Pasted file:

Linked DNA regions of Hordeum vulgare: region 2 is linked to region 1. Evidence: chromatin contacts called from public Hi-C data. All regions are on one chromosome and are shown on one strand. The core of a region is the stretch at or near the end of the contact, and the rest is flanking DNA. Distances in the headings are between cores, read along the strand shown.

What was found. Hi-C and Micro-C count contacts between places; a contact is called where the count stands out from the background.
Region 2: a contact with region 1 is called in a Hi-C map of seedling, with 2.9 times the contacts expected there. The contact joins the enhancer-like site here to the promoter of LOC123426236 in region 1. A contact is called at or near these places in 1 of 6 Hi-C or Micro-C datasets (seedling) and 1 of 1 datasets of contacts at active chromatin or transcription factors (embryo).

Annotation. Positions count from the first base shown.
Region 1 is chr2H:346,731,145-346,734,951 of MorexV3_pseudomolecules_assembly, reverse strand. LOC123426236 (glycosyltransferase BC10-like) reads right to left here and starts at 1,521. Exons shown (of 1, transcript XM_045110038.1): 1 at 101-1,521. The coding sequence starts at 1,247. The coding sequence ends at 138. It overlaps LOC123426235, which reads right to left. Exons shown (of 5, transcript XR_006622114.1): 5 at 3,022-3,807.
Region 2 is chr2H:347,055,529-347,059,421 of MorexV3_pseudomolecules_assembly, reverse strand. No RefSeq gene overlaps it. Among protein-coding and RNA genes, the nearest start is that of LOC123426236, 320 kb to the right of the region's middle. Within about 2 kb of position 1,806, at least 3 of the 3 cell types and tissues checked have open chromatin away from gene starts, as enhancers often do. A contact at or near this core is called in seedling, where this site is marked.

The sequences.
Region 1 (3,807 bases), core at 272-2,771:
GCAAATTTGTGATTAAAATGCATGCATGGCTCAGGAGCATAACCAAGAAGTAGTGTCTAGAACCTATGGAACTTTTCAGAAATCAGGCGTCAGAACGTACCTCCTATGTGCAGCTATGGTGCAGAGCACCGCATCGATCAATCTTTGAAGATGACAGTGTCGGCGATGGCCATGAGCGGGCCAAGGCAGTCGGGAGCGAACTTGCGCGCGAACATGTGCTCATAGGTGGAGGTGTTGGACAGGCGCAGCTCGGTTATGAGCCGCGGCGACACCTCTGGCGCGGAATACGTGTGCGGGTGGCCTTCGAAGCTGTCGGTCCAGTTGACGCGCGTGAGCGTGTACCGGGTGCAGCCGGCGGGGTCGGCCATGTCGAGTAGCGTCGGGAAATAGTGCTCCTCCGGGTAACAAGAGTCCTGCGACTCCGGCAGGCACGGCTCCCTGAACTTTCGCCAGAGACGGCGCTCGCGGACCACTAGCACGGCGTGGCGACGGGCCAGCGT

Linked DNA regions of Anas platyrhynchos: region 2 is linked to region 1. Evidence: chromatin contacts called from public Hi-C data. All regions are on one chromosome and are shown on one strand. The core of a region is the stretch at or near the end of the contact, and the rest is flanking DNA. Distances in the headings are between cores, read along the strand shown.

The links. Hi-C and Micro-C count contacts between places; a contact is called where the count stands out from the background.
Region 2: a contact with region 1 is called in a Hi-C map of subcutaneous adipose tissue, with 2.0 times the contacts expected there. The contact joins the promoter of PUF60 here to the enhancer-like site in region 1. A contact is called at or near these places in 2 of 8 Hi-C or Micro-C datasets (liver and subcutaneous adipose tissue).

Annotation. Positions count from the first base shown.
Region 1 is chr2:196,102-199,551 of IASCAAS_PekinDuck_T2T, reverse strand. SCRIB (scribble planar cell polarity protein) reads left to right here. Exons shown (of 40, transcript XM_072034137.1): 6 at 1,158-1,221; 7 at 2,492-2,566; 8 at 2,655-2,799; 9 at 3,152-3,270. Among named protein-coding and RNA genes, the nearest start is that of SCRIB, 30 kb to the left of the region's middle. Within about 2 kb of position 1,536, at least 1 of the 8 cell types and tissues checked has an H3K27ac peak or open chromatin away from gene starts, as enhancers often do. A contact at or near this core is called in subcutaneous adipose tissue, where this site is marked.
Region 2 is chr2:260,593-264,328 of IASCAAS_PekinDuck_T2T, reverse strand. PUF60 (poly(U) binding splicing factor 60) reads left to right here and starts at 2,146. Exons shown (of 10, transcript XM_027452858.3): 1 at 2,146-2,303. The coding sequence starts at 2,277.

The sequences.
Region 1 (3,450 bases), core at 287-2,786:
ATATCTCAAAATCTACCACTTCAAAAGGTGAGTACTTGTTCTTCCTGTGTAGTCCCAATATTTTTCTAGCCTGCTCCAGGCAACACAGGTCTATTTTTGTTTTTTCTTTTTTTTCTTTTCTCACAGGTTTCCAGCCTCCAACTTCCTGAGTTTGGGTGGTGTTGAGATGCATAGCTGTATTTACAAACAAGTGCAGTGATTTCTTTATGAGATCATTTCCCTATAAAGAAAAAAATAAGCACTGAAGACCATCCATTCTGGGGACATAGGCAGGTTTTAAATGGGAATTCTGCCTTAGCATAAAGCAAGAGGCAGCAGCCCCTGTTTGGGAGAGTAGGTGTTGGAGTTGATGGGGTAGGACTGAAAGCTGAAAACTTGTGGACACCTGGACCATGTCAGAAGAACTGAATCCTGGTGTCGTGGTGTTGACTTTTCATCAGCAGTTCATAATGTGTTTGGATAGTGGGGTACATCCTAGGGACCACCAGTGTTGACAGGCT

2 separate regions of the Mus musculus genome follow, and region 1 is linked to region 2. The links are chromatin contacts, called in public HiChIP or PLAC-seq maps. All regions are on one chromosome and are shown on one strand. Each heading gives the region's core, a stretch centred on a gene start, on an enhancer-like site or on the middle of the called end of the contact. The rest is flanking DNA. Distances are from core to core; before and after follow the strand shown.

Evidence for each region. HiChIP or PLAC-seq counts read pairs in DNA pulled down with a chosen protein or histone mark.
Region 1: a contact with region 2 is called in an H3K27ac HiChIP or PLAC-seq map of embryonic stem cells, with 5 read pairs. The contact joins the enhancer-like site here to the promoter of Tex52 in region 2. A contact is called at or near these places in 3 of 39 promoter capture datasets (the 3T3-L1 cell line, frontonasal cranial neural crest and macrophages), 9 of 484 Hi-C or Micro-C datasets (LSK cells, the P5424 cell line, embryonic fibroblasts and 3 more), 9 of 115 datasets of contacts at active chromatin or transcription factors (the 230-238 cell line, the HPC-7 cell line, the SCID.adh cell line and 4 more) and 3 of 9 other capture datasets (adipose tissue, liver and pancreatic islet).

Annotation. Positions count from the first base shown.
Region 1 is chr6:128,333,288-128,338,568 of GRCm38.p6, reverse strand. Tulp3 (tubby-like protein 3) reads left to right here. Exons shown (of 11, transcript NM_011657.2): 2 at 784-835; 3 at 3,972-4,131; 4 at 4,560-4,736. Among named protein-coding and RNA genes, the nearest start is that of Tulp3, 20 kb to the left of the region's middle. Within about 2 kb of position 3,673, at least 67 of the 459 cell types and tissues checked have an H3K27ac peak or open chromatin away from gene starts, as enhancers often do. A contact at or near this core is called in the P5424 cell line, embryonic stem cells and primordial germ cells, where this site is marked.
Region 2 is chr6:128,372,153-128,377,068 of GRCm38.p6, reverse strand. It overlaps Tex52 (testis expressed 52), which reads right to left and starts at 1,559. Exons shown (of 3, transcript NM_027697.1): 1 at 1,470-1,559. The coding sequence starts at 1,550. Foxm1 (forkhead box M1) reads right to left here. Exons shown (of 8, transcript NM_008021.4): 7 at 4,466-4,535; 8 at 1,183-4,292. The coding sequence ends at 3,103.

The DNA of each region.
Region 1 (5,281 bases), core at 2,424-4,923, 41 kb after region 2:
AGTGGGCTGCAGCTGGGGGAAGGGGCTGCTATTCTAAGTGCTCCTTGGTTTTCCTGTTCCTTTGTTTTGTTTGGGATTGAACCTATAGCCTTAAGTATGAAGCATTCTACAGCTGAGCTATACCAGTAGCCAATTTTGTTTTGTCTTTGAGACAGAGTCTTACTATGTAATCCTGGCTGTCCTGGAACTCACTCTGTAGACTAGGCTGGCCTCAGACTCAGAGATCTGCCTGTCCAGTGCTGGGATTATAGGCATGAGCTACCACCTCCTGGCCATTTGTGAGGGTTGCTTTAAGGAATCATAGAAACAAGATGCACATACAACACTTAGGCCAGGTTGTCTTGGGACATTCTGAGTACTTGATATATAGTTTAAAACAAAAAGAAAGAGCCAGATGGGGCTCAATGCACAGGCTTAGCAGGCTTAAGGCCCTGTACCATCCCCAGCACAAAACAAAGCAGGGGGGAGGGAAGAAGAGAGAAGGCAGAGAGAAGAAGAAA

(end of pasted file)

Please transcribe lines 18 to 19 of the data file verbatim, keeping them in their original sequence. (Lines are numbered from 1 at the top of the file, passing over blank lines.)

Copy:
ATATCTCAAAATCTACCACTTCAAAAGGTGAGTACTTGTTCTTCCTGTGTAGTCCCAATATTTTTCTAGCCTGCTCCAGGCAACACAGGTCTATTTTTGTTTTTTCTTTTTTTTCTTTTCTCACAGGTTTCCAGCCTCCAACTTCCTGAGTTTGGGTGGTGTTGAGATGCATAGCTGTATTTACAAACAAGTGCAGTGATTTCTTTATGAGATCATTTCCCTATAAAGAAAAAAATAAGCACTGAAGACCATCCATTCTGGGGACATAGGCAGGTTTTAAATGGGAATTCTGCCTTAGCATAAAGCAAGAGGCAGCAGCCCCTGTTTGGGAGAGTAGGTGTTGGAGTTGATGGGGTAGGACTGAAAGCTGAAAACTTGTGGACACCTGGACCATGTCAGAAGAACTGAATCCTGGTGTCGTGGTGTTGACTTTTCATCAGCAGTTCATAATGTGTTTGGATAGTGGGGTACATCCTAGGGACCACCAGTGTTGACAGGCT

2 separate regions of the Mus musculus genome follow, and region 1 is linked to region 2. The links are chromatin contacts, called in public HiChIP or PLAC-seq maps. All regions are on one chromosome and are shown on one strand. Each heading gives the region's core, a stretch centred on a gene start, on an enhancer-like site or on the middle of the called end of the contact. The rest is flanking DNA. Distances are from core to core; before and after follow the strand shown.